FMLA guidelines for Paid Time Off

by on January 27, 2009 · 1 Comment POSTED IN: HR Info Center

Help your company understand FMLA regulations

FMLA guidelines require covered employers to provide eligible employees up to 12 weeks of unpaid leave for medical emergencies, family health crises, or the birth or adoption of a child.
But what if an FMLA-eligible employee has accrued paid leave available – vacation days, sick days or personal days, for example? Here’s a Q&A to help guide through FMLA regulations:

    1. How do accrued vacation days work with the FMLA’s requirement for unpaid leave?
    The Family Medical Leave Act allows employers to require employees to use up paid leave first, so that the paid and unpaid leave run concurrently.
    Example: If an eligible worker with one week of accrued paid vacation time requests FMLA time off, the employer would pay for one week of his leave.
    2. Who decides whether an employee will use accrued paid vacation days?
    Either the employer or employee can decide. The employer may require it or the worker may elect to use accrued vacation days for all or part of the 12-week leave. Many firms choose to make this a requirement because it minimizes employees’ time away from the job.
    For example, say you don’t make it a requirement, and a worker with two weeks of accrued paid vacation requests 12 weeks of leave under FMLA guidelines. Upon his return from leave he will still have two weeks of paid vacation time owed to him. But if you make it a requirement, upon his return, he will have been paid for two of his 12 weeks of leave and he’ll have no remaining paid vacation days available.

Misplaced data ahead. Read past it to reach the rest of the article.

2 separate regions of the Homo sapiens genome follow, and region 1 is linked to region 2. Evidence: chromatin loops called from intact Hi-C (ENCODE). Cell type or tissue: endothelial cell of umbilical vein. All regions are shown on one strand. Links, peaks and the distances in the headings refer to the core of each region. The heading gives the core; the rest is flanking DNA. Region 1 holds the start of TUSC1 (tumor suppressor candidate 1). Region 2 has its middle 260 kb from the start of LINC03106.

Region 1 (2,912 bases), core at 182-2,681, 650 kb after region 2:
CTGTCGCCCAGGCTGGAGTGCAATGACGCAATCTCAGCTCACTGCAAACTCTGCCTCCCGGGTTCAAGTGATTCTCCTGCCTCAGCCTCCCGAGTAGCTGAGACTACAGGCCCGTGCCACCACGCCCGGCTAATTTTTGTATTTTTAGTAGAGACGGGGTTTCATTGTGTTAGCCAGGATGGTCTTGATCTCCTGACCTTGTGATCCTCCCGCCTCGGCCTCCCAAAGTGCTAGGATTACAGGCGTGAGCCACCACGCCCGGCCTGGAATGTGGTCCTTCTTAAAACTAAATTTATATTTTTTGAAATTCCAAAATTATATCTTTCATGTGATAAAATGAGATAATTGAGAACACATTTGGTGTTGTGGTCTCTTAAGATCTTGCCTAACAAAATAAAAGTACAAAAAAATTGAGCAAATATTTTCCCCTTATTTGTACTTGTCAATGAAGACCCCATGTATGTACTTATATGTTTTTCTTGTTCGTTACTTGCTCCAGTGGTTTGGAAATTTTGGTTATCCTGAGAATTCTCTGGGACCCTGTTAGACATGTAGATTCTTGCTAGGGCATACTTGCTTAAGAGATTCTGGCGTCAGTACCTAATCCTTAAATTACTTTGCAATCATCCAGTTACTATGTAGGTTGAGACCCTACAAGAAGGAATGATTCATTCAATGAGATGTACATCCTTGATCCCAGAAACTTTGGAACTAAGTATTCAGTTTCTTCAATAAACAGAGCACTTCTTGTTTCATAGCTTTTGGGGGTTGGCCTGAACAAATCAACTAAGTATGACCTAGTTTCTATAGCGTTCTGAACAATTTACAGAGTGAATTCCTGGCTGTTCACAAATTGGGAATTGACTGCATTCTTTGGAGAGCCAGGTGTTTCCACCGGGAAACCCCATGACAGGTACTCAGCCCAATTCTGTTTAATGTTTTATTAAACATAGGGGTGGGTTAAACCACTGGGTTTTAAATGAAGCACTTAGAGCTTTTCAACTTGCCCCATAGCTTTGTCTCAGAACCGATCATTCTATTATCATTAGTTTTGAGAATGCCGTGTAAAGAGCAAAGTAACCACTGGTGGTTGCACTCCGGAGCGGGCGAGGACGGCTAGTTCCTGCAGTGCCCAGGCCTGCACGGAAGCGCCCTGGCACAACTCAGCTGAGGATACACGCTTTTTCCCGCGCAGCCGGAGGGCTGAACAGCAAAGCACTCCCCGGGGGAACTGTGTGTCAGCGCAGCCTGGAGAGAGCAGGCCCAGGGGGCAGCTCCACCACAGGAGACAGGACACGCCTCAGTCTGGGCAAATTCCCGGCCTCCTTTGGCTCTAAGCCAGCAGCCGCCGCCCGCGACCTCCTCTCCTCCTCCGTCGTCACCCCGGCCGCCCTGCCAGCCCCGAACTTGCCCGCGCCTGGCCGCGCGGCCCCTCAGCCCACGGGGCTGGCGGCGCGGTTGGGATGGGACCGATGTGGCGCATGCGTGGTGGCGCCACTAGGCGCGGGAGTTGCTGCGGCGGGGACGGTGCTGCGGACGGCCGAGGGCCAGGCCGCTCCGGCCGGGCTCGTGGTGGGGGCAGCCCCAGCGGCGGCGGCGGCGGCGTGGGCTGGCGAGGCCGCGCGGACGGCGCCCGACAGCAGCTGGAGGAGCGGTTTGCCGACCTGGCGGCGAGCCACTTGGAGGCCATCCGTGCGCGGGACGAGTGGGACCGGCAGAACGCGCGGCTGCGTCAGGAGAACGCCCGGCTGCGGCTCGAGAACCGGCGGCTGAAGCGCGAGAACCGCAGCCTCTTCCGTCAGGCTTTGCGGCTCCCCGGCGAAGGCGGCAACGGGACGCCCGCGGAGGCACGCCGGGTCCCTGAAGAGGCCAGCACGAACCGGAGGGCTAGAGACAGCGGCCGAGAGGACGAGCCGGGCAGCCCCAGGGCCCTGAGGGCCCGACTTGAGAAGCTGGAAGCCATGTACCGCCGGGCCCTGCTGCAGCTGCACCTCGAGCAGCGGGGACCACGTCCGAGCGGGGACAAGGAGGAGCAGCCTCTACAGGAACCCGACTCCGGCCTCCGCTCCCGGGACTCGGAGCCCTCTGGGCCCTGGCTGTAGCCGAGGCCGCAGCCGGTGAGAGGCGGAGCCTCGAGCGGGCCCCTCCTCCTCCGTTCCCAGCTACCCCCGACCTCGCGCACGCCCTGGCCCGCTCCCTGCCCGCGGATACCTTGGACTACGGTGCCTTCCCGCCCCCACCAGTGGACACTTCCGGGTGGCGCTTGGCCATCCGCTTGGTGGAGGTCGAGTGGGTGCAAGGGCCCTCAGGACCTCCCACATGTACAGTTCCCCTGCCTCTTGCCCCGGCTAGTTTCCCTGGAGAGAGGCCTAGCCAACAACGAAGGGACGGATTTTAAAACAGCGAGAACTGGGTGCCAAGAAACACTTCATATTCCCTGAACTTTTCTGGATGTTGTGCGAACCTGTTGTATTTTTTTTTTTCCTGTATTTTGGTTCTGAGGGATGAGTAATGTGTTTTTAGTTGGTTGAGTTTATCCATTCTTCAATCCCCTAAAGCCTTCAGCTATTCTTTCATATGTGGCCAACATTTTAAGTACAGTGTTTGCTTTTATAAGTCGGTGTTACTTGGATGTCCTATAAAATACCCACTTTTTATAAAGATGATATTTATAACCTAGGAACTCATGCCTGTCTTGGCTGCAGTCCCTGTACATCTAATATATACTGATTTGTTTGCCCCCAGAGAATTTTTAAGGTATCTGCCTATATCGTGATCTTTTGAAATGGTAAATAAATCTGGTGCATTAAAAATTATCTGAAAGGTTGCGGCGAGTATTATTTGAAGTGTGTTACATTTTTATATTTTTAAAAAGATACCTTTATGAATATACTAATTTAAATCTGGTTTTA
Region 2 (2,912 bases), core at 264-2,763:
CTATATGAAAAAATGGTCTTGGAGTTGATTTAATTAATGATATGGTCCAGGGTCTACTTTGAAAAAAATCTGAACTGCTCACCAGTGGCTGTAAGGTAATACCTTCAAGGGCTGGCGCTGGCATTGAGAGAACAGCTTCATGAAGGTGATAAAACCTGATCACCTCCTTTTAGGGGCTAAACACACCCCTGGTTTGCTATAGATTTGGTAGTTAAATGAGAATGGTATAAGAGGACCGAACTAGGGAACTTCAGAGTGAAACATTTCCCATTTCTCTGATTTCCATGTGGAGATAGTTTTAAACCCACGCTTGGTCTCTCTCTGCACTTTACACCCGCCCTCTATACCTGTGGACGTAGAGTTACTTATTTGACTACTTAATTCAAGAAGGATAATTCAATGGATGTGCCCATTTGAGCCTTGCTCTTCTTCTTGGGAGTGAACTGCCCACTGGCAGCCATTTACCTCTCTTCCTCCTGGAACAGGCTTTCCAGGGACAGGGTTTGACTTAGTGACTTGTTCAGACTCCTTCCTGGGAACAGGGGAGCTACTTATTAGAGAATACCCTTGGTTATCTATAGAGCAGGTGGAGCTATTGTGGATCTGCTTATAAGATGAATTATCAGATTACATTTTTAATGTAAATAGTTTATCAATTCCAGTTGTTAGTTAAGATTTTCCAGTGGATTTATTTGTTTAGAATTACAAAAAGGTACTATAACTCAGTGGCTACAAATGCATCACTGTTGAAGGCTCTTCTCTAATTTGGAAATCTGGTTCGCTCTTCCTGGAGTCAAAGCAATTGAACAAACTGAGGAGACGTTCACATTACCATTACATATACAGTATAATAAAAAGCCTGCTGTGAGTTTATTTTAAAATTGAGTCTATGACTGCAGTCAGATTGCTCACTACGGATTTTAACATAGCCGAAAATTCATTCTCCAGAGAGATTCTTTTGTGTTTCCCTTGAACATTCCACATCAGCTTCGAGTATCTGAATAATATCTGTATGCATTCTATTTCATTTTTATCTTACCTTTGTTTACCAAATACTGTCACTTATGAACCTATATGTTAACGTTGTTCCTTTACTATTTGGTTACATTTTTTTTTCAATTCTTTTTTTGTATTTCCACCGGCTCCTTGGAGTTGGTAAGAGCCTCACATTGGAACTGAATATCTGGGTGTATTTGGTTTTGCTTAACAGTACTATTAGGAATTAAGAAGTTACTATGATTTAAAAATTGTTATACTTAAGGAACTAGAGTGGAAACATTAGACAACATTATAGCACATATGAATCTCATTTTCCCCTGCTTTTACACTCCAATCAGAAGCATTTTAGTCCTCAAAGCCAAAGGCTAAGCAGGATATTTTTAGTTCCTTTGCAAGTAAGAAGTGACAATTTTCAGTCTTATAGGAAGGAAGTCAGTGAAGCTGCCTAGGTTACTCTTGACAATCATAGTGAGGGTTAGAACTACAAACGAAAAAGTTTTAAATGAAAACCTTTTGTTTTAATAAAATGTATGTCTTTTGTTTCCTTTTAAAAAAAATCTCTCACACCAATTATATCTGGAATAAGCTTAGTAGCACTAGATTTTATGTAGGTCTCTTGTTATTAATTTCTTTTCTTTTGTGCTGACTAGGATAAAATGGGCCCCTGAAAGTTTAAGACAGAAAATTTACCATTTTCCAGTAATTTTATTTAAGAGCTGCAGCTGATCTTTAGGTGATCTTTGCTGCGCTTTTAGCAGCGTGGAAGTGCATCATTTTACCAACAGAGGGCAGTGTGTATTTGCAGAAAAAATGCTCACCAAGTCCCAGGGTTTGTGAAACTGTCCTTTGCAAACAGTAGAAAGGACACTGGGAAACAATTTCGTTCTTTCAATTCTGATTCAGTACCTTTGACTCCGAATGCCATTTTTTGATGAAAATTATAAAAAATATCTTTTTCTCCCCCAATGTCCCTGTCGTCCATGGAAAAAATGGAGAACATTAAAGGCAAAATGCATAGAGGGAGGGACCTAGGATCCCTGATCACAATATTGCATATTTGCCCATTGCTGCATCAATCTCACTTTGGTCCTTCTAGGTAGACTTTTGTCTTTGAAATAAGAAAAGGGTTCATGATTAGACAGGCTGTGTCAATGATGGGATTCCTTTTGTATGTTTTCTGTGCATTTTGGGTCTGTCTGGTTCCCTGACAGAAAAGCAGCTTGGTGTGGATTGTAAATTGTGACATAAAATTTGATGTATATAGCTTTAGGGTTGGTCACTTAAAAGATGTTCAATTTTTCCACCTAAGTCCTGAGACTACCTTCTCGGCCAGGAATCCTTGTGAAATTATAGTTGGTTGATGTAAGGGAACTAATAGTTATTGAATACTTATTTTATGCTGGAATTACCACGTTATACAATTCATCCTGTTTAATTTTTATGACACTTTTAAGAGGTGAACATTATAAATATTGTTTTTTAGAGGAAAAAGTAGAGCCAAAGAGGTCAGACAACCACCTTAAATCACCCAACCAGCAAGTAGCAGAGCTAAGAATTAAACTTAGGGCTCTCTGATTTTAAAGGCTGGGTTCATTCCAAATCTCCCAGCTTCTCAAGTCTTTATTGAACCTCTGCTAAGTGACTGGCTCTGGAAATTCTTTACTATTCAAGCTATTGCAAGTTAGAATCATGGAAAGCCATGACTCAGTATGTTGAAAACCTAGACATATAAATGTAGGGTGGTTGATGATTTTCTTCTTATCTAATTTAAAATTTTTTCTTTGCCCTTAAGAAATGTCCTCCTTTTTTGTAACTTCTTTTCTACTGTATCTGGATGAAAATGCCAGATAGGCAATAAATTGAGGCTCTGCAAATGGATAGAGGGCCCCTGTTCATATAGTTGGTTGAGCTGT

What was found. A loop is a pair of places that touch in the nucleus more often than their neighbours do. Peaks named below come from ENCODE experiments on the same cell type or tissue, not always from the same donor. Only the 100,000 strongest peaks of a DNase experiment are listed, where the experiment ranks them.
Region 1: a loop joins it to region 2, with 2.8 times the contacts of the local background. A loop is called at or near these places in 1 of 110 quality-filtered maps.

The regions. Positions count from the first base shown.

3. When may employees decide to use accrued vacation or personal days under FMLA rules?
    Accrued vacation or personal days can be used at any time during the leave under FMLA rules. Employers may not restrict how this time is used.
    4. May employees use paid sick leave during FMLA leave?
    Yes, depending on your sick-day policy.
    If your policy allows employees to apply paid sick days only for their own illnesses, then they may not use their paid sick days to care for someone else while on FMLA leave. In that case, those days would be regular unpaid FMLA time off.
    5. What about when an employee is on paid leave covered by workers’ comp or short-term disability?
    FMLA guidelines that allow for the substitution of paid leave do not apply if a worker is receiving compensation through such a plan, even if it’s to make up the difference between what workers comp or STD pays and the worker’s regular pay.
    However, employers can and should count this paid leave against the employee’s 12-week entitlement.
    6. What are an employer’s obligations to notify workers about the use of paid time off during FMLA leave?
    If you provide workers with an employee policy handbook, you must include your paid time off/FMLA policy in the book.

When an employee requests FMLA leave, you must provide him a separate, written notice of the policy. If you fail to provide notice, the employee may be entitled to 12 weeks of leave under FMLA guidelines plus any eligible paid time off accrued.

  • jeff

    can an employee work a part time job on his scheduled days off when he is using fmla (baby leave)

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